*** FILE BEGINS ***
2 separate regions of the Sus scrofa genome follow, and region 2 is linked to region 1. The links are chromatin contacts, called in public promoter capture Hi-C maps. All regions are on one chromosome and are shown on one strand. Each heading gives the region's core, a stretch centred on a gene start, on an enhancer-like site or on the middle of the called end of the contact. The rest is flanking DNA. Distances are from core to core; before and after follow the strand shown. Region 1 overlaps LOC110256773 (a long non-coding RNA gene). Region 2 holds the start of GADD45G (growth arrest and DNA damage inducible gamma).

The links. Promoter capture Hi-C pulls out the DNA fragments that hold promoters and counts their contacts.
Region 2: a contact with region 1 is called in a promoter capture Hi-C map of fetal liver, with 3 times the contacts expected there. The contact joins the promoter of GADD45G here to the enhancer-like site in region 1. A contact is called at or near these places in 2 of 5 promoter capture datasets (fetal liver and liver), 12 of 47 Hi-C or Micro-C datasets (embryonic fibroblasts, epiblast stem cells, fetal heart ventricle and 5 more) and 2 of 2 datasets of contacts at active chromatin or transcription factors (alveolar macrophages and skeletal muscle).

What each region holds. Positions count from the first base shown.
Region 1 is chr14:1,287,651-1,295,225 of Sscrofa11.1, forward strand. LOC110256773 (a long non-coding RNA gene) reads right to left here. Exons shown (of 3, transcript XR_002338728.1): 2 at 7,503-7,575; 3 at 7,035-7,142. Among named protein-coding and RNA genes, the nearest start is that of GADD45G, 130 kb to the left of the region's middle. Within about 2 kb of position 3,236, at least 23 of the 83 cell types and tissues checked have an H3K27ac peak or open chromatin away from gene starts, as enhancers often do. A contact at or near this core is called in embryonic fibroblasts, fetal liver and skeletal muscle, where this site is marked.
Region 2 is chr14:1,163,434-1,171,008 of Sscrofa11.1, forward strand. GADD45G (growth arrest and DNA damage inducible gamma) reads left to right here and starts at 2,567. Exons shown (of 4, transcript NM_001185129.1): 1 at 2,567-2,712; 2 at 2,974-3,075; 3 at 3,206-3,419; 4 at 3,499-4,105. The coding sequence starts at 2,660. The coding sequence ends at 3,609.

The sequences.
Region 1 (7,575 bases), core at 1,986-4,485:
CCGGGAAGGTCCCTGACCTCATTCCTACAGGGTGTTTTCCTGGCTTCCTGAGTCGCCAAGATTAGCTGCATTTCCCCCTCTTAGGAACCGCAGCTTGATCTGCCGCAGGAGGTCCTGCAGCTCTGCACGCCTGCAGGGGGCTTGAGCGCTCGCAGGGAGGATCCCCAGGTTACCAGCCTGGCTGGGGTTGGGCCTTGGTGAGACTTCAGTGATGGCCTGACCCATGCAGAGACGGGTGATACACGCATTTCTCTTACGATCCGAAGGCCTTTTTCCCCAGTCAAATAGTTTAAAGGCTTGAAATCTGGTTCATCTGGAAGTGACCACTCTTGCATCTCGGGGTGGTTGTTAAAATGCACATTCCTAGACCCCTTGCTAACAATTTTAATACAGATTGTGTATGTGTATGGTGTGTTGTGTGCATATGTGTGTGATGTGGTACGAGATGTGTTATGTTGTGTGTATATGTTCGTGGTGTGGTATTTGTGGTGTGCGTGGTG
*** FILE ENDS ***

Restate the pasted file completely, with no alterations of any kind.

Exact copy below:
2 separate regions of the Sus scrofa genome follow, and region 2 is linked to region 1. The links are chromatin contacts, called in public promoter capture Hi-C maps. All regions are on one chromosome and are shown on one strand. Each heading gives the region's core, a stretch centred on a gene start, on an enhancer-like site or on the middle of the called end of the contact. The rest is flanking DNA. Distances are from core to core; before and after follow the strand shown. Region 1 overlaps LOC110256773 (a long non-coding RNA gene). Region 2 holds the start of GADD45G (growth arrest and DNA damage inducible gamma).

The links. Promoter capture Hi-C pulls out the DNA fragments that hold promoters and counts their contacts.
Region 2: a contact with region 1 is called in a promoter capture Hi-C map of fetal liver, with 3 times the contacts expected there. The contact joins the promoter of GADD45G here to the enhancer-like site in region 1. A contact is called at or near these places in 2 of 5 promoter capture datasets (fetal liver and liver), 12 of 47 Hi-C or Micro-C datasets (embryonic fibroblasts, epiblast stem cells, fetal heart ventricle and 5 more) and 2 of 2 datasets of contacts at active chromatin or transcription factors (alveolar macrophages and skeletal muscle).

What each region holds. Positions count from the first base shown.
Region 1 is chr14:1,287,651-1,295,225 of Sscrofa11.1, forward strand. LOC110256773 (a long non-coding RNA gene) reads right to left here. Exons shown (of 3, transcript XR_002338728.1): 2 at 7,503-7,575; 3 at 7,035-7,142. Among named protein-coding and RNA genes, the nearest start is that of GADD45G, 130 kb to the left of the region's middle. Within about 2 kb of position 3,236, at least 23 of the 83 cell types and tissues checked have an H3K27ac peak or open chromatin away from gene starts, as enhancers often do. A contact at or near this core is called in embryonic fibroblasts, fetal liver and skeletal muscle, where this site is marked.
Region 2 is chr14:1,163,434-1,171,008 of Sscrofa11.1, forward strand. GADD45G (growth arrest and DNA damage inducible gamma) reads left to right here and starts at 2,567. Exons shown (of 4, transcript NM_001185129.1): 1 at 2,567-2,712; 2 at 2,974-3,075; 3 at 3,206-3,419; 4 at 3,499-4,105. The coding sequence starts at 2,660. The coding sequence ends at 3,609.

The sequences.
Region 1 (7,575 bases), core at 1,986-4,485:
CCGGGAAGGTCCCTGACCTCATTCCTACAGGGTGTTTTCCTGGCTTCCTGAGTCGCCAAGATTAGCTGCATTTCCCCCTCTTAGGAACCGCAGCTTGATCTGCCGCAGGAGGTCCTGCAGCTCTGCACGCCTGCAGGGGGCTTGAGCGCTCGCAGGGAGGATCCCCAGGTTACCAGCCTGGCTGGGGTTGGGCCTTGGTGAGACTTCAGTGATGGCCTGACCCATGCAGAGACGGGTGATACACGCATTTCTCTTACGATCCGAAGGCCTTTTTCCCCAGTCAAATAGTTTAAAGGCTTGAAATCTGGTTCATCTGGAAGTGACCACTCTTGCATCTCGGGGTGGTTGTTAAAATGCACATTCCTAGACCCCTTGCTAACAATTTTAATACAGATTGTGTATGTGTATGGTGTGTTGTGTGCATATGTGTGTGATGTGGTACGAGATGTGTTATGTTGTGTGTATATGTTCGTGGTGTGGTATTTGTGGTGTGCGTGGTG